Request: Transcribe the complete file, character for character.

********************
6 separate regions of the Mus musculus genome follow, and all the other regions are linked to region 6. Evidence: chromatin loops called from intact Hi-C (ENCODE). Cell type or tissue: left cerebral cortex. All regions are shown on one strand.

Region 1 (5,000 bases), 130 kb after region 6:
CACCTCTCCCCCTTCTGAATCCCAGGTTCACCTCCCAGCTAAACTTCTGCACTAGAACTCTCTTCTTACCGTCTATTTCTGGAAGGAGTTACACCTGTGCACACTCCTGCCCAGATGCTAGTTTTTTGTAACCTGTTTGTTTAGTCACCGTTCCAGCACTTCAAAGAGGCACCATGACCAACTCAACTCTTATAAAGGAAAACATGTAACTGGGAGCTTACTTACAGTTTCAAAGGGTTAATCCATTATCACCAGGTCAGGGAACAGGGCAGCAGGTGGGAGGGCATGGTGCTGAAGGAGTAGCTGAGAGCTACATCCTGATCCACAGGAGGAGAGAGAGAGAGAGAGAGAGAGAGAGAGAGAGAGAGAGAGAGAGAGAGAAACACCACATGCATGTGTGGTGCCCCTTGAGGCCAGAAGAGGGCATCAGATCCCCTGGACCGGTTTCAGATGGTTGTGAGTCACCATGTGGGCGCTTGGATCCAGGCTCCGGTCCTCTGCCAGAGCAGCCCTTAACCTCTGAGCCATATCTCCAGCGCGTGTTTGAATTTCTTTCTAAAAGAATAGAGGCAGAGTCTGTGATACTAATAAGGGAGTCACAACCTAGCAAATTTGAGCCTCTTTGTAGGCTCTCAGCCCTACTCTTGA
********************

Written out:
6 separate regions of the Mus musculus genome follow, and all the other regions are linked to region 6. Evidence: chromatin loops called from intact Hi-C (ENCODE). Cell type or tissue: left cerebral cortex. All regions are shown on one strand.

Region 1 (5,000 bases), 130 kb after region 6:
CACCTCTCCCCCTTCTGAATCCCAGGTTCACCTCCCAGCTAAACTTCTGCACTAGAACTCTCTTCTTACCGTCTATTTCTGGAAGGAGTTACACCTGTGCACACTCCTGCCCAGATGCTAGTTTTTTGTAACCTGTTTGTTTAGTCACCGTTCCAGCACTTCAAAGAGGCACCATGACCAACTCAACTCTTATAAAGGAAAACATGTAACTGGGAGCTTACTTACAGTTTCAAAGGGTTAATCCATTATCACCAGGTCAGGGAACAGGGCAGCAGGTGGGAGGGCATGGTGCTGAAGGAGTAGCTGAGAGCTACATCCTGATCCACAGGAGGAGAGAGAGAGAGAGAGAGAGAGAGAGAGAGAGAGAGAGAGAGAGAGAGAAACACCACATGCATGTGTGGTGCCCCTTGAGGCCAGAAGAGGGCATCAGATCCCCTGGACCGGTTTCAGATGGTTGTGAGTCACCATGTGGGCGCTTGGATCCAGGCTCCGGTCCTCTGCCAGAGCAGCCCTTAACCTCTGAGCCATATCTCCAGCGCGTGTTTGAATTTCTTTCTAAAAGAATAGAGGCAGAGTCTGTGATACTAATAAGGGAGTCACAACCTAGCAAATTTGAGCCTCTTTGTAGGCTCTCAGCCCTACTCTTGA